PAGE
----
Monday, November 25, 2013

'Universal Horrors' is an incredible piece of research of a golden black-and-white era

By Doug Gibson

"Universal Horrors: The Studio's Classic Films, 1931-1946," 2nd Edition, from McFarland, is a simply incredible work of reference from genre writers Tom Weaver, Michael Brunas and John Brunas. Eighty-six films from Universal, spanning 15 years, are covered in so much detail that I can't imagine what can be added. Every film, whether "Frankenstein" or "The Spider Woman Strikes Back," receives near equal consideration and analysis. The authors deserve full credit for spending what must have been thousands of hours working on a project that likely yields more kudos than dollars.

I read the book over a two-week period and at times had to stop, frankly overwhelmed by the details in every film. The $55 book is meant as a reference guide, to be perused at one's leisure. Its use to prepare one to view a Universal film is invaluable. I recently watched and reviewed "The Old Dark House after re-reading the extensive research on the film provided by Weaver and company.

If one does spend a great deal of time with the book, one notes the gradual decline in Universal products, that begins more subtly in the late 1930s, gains steam in the 1940s and eventually leads to the studio that produced "Bride of Frankenstein" turning out films such as "House of Horrors" and "The Brute Man," efforts that were akin to poverty row studios. One notes the gradual decline in budgets from the 1930s monster films to under $100,000 efforts in the 1940s such as "Man Made Monster." In between the years it's interesting to see the studio's original, classic monsters slip into second-tier status in the 1940s' Kharis Mummy films and the "House of ..." monster-fests. Or watch its stars move from Lugosi and Karloff to Chaney Jr. and Carradine and eventually Rondo Hatten.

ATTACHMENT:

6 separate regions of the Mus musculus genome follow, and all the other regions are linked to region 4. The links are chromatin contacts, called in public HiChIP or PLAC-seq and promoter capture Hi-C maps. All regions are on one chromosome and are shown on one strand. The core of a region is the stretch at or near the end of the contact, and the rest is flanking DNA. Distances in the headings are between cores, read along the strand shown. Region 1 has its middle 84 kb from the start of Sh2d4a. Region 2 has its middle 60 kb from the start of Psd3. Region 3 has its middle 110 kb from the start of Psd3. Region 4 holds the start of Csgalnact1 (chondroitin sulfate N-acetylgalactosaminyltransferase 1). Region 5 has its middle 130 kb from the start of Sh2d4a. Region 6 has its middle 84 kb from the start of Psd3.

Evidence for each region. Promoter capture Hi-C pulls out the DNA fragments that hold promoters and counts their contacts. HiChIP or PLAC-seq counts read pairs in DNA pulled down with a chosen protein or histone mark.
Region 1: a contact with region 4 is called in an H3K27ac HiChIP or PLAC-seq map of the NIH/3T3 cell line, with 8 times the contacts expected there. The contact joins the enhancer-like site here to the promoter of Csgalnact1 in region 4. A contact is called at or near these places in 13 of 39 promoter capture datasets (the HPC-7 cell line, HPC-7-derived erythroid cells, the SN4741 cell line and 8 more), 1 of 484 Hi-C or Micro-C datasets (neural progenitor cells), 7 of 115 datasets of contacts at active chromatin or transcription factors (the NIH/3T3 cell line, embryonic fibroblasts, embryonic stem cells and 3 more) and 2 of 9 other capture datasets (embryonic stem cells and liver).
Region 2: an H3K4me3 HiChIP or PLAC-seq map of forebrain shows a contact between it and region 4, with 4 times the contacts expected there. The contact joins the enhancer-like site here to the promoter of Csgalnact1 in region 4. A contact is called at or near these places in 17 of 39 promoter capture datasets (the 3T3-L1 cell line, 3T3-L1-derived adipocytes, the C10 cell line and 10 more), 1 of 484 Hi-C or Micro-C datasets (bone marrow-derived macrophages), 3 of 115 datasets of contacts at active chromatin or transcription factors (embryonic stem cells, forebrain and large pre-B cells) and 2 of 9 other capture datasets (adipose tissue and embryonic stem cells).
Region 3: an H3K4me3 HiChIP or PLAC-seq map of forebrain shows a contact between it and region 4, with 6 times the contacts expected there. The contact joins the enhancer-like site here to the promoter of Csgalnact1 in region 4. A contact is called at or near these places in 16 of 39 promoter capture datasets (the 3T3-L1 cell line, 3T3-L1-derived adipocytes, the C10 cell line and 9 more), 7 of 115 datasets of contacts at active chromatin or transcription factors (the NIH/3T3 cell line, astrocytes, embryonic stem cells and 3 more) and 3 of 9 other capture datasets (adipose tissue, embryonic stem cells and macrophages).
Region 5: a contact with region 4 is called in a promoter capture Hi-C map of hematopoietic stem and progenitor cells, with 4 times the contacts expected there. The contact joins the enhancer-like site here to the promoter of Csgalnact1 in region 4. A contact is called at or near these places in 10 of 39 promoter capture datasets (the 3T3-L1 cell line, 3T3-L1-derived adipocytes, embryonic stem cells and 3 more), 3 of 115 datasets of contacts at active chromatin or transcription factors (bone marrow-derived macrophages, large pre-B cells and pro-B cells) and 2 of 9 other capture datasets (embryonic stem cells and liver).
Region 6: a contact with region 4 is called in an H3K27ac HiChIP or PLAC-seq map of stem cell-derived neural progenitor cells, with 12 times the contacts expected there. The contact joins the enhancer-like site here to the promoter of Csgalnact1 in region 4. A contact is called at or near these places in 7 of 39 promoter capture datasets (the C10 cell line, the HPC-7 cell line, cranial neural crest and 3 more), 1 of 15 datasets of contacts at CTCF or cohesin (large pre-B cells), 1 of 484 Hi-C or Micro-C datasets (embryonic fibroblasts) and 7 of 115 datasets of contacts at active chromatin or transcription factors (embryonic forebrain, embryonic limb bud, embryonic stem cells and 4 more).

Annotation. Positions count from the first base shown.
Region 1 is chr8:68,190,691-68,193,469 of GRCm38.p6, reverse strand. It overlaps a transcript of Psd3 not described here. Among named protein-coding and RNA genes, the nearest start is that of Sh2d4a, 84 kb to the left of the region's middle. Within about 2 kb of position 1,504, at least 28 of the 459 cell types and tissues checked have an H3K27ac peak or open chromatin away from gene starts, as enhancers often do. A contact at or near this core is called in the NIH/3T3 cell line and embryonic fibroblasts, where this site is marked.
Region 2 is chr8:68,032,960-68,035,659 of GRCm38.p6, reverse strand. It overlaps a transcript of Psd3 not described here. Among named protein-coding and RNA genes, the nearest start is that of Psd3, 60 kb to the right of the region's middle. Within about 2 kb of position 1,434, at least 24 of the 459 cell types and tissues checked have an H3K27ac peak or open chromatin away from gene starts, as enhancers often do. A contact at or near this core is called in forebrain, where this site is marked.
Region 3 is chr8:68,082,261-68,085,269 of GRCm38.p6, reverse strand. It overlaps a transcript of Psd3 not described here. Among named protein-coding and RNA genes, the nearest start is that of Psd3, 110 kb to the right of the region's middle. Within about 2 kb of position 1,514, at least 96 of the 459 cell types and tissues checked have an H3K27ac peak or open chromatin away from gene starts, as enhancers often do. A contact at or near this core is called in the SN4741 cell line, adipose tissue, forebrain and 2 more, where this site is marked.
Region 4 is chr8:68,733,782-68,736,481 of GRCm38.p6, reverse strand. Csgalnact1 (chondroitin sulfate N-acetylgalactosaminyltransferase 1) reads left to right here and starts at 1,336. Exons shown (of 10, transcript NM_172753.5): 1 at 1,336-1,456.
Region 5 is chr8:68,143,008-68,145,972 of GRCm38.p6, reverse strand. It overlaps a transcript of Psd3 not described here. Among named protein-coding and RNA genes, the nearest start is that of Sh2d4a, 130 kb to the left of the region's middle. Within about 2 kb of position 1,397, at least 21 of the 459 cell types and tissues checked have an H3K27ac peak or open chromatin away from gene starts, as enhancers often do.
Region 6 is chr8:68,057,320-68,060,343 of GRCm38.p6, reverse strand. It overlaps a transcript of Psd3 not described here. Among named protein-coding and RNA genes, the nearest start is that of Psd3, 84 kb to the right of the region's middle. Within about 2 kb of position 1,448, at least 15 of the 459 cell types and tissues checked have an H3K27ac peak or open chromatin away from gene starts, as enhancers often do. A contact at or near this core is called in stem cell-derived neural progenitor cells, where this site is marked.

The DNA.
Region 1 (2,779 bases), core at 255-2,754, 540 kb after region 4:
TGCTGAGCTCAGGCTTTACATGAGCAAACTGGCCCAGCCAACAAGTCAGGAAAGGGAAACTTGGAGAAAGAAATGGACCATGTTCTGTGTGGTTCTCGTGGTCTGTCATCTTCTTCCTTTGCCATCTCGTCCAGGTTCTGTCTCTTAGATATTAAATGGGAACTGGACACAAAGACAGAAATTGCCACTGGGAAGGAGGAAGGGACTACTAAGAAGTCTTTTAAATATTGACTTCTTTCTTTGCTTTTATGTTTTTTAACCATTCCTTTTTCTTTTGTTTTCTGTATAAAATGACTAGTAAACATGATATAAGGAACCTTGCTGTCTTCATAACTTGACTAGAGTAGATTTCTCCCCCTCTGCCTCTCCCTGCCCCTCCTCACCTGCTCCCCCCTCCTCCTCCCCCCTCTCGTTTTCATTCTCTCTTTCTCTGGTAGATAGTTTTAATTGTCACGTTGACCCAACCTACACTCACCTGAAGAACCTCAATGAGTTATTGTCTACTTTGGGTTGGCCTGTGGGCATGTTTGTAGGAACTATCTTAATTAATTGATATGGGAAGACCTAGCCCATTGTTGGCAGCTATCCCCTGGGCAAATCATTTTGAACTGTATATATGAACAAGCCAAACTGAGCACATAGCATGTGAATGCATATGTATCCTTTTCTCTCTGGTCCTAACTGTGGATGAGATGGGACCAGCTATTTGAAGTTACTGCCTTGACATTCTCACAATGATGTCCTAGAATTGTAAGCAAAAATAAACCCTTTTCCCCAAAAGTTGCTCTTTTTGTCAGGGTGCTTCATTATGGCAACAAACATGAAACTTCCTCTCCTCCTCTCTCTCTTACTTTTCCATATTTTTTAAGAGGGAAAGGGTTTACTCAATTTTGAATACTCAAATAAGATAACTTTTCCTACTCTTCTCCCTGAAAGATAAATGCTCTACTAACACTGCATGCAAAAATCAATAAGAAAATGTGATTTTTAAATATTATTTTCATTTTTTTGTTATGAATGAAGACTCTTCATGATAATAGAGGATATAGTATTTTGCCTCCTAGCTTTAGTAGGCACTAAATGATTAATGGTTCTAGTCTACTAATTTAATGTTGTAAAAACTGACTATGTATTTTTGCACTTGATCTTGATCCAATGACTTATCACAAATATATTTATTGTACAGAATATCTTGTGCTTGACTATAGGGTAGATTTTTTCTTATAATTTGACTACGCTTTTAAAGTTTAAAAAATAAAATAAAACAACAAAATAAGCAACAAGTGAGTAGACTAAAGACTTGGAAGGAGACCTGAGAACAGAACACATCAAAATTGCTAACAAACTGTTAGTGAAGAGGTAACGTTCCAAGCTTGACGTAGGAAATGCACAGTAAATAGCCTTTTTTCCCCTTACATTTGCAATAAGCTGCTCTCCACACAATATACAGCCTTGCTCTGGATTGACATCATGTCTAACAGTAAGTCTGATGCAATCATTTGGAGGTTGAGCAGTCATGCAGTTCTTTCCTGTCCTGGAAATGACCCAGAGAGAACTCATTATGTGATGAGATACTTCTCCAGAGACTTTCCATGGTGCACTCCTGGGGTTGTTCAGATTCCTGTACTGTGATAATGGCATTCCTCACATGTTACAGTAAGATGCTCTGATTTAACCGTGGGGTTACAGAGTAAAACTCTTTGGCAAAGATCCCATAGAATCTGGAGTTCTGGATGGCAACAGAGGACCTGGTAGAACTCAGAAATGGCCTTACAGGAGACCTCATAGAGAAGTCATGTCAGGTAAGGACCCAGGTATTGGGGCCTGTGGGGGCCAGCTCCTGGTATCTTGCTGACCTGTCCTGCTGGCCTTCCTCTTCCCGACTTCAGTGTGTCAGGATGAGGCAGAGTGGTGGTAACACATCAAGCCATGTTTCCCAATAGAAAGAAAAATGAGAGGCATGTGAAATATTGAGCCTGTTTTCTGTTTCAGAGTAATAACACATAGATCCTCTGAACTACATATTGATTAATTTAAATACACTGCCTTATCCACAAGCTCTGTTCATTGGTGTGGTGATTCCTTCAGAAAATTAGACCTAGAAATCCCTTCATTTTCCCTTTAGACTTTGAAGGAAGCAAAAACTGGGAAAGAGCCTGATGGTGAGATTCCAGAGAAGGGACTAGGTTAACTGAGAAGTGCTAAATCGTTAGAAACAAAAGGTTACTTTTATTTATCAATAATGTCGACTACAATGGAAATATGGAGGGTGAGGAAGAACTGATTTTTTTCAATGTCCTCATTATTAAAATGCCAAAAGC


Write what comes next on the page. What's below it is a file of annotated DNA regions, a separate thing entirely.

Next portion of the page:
Highly regarded directors, such as Tod Browning, James Whale and Earle C. Kenton were eventually replaced with by-the-numbers guys such as William Beaudine or Jean Yarbrough. It's also interesting to track the reviews through the 15 years. The earliest classic Universal monsters received grudging respect by the major newspapers (think New York Times) but gradually over time the reviews became -- appropriately -- pans. It's amusing to read the deliberate snide pans over the years from one New York Times film critic, the amusingly named Bosley Crowther!

As mentioned, there are scores of films. The authors are liberal in their selections, including comedy farces, Basil Rathbone's Sherlock Holmes series and Lon Chaney Jr's Inner Sanctum soap operas. But more is a plus here, as each film contains a treasure chest of genre facts for the reader. Weaver & Co. can be snarky at times, particularly at Bela Lugosi fans (they suffer from a syndrome that prefers John Carradine over Lugosi as a screen Dracula) but these matter nothing, Universal Horrors is far too valuable a tome to refuse over a few critical differences. I loved it and will use it as a reference for a lifetime.

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